Arctic Average Temperatures

Longyearbyen

Month

Jan

Feb

Mar

Apr

May

Jun

Jul

Aug

Sep

Oct

Nov

Dec

Average (F)

25.8

21.9

22.5

21.6

29.1

40.7

44.5

44.4

39.9

27.3

21.2

20.1

 

Oslo

Month

Jan

Feb

Mar

Apr

May

Jun

Jul

Aug

Sep

Oct

Nov

Dec

Avg. High (F)

28.8

30.4

38.3

48.4

60.4

68.7

70.7

68.2

59.2

48.7

37.8

31.1

Avg. Low (F)

19.1

19.8

26.1

33.4

43.7

51.1

54

52.3

45.5

38.8

29.3

21.9

 

Nuuk, Greenland

Month

Jan

Feb

Mar

Apr

May

Jun

Jul

Aug

Sep

Oct

Nov

Dec

Avg. High (F)

23.7

25.5

22.8

29.8

37.6

44.6

49.8

48.7

42.8

34.5

29.7

25.7

Avg. Low (F)

14.1

12.7

12.7

20.7

28.9

34

38.3

38.3

34.5

27.1

21.4

16.5

 

 

Expedition

Expedition

The 132-passenger M/S Expedition is a top-of-the-line polar vessel at an affordable price. Unlike many expedition ships, where public space is at a premium, there are multiple large public areas aboard to enjoy.
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Fifty Years of Victory

Fifty Years of Victory

Cruise to the Arctic frontiers and North Pole on the 128-guest 50 Years of Victory, the largest, most sophisticated and powerful icebreaker ever constructed, with onboard helicopters and a pool.
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National Geographic Explorer

National Geographic Explorer

The National Geographic Explorer is a state-of-the-art expedition ship accommodating 148 guests in 81 outside cabins. It is fully stabilized, enabling it to navigate polar passages while providing comfort.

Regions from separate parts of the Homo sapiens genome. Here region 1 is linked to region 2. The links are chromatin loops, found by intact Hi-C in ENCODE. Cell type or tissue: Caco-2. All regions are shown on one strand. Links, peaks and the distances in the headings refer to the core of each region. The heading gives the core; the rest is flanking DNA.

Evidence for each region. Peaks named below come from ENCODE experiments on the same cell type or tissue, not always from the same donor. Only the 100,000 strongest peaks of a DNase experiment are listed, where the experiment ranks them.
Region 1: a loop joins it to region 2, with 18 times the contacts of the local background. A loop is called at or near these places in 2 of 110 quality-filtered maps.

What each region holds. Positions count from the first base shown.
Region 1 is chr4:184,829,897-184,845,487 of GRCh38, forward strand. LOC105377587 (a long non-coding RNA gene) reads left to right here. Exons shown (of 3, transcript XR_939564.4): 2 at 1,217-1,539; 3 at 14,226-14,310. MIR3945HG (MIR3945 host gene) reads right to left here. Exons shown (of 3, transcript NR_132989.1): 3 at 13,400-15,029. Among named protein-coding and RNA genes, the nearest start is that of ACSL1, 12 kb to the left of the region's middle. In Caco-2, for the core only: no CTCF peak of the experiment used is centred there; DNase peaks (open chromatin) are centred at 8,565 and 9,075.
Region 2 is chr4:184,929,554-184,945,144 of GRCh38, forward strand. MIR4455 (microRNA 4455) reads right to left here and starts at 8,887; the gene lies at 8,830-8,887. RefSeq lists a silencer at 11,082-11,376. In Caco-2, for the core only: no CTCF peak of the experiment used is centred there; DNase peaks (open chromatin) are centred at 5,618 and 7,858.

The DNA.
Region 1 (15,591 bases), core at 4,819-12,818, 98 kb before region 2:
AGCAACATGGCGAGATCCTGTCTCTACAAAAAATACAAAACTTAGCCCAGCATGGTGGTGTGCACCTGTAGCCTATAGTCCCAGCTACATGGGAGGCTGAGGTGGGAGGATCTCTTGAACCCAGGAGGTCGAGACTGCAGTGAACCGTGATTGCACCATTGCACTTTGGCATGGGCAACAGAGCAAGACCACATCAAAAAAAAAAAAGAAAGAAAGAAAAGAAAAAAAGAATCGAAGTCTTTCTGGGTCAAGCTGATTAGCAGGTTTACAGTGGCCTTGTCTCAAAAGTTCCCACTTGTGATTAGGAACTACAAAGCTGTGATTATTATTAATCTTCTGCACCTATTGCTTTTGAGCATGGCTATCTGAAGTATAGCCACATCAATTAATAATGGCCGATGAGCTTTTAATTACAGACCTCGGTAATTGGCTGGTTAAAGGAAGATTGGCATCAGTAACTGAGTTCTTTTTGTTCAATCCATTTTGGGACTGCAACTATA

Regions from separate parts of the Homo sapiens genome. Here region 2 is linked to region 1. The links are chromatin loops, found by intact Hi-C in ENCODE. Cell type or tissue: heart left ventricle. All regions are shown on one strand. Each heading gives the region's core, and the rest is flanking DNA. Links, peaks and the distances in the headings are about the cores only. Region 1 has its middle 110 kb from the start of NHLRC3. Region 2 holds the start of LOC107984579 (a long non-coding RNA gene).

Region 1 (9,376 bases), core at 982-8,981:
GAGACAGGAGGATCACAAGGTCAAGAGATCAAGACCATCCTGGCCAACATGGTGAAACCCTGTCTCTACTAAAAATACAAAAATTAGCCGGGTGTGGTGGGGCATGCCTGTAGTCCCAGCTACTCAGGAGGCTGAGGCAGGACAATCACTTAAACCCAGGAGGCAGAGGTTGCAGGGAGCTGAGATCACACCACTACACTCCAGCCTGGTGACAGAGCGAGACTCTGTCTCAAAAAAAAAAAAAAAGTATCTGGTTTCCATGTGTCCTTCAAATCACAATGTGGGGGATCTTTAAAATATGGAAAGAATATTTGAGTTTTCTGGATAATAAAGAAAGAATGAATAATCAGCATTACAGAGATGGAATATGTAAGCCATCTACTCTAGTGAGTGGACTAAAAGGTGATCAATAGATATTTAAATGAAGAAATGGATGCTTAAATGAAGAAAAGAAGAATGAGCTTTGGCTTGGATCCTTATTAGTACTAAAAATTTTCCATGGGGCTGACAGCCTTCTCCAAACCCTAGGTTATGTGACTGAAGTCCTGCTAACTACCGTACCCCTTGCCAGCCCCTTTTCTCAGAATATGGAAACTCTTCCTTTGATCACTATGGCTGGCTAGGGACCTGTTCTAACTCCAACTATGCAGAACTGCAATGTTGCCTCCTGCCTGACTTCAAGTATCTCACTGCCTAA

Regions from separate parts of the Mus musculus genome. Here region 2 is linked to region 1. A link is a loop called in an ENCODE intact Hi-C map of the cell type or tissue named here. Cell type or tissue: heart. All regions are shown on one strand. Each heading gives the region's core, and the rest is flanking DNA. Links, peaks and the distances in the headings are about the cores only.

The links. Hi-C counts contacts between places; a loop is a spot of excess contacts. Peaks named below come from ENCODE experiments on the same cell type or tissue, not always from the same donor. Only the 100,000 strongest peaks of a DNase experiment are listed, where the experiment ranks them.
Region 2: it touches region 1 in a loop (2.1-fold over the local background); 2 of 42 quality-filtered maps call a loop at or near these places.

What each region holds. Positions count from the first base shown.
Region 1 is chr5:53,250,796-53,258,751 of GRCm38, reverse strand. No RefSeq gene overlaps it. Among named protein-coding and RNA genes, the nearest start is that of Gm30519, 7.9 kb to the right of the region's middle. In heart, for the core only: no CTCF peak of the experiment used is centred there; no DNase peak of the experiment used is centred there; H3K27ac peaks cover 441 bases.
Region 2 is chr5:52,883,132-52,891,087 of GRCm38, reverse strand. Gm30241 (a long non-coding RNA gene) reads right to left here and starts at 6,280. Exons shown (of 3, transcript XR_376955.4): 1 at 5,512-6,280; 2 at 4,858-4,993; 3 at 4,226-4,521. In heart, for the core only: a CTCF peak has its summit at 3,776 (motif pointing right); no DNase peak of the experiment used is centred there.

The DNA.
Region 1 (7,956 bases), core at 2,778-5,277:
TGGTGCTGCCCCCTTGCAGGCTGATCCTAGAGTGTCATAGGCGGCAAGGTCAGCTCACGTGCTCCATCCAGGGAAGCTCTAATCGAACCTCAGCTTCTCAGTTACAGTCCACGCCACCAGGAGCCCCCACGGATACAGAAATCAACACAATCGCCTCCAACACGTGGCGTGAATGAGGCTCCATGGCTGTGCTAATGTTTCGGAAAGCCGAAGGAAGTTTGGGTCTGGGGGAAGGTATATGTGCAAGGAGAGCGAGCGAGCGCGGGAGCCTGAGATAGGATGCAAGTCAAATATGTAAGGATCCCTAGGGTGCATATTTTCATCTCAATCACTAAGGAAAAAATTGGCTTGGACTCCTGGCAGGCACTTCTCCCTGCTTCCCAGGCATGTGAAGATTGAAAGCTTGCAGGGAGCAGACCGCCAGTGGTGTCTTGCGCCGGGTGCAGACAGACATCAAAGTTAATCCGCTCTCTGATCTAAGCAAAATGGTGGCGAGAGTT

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Noorderlicht

Noorderlicht

The 20-guest Noorderlicht is well suited for sailing the small islands of Spitsbergen and Lofoten and offers good open deck viewing areas, also when under sail. This is a ship for the avid sailor.
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Ocean Nova: Quark

Ocean Nova: Quark

The Ocean Nova is the 78-guest, ice-stengthened small ship known for its clean Scandinavian styling, charterd by Quark Expeditions for its Arctic voyages.
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Ortelius

Ortelius

The 116-guest M/V Ortelius is an ice-strengthened small ship designed for polar expedition cruises in the Arctic and Antarctica. She offers passengers a quality exploratory wildlife program to spend as much time ashore as possible.
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Plancius

Plancius

The Plancius is a 114-passenger small ship designed and built exclusively for polar cruises. A wide variety of cabins and ample space on five decks make the Plancius a great option for expedition cruises.
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Rembrandt van Rijn

Rembrandt van Rijn

The intimate 16-guest three-mast schooner S/V Rembrandt van Rijn is well suited for expedition cruising among the fjords of Greenland, and for a Northern Lights itinerary in the Arctic.
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Sea Adventurer

Sea Adventurer

A handsome expedition ship, the Sea Adventurer, formerly Clipper Adventurer, combines travel to the polar regions with superior on-board comfort for its 117 passengers.
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Sea Explorer

Sea Explorer

The 111–passenger (71-passengers for Air Cruises) Sea Explorer is an ice-strengthened, small luxury expedition ship featuring an all-inclusive bar and optional kayaking. Several suites include private balconies.
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Sea Spirit

Sea Spirit

Sail aboard the luxurious all-suite Sea Spirit to experience the Arctic and Antarctica in grand style with all the amenities of a fine hotel. Carrying just 114 passengers, this outstanding vessel is the perfect home away from home.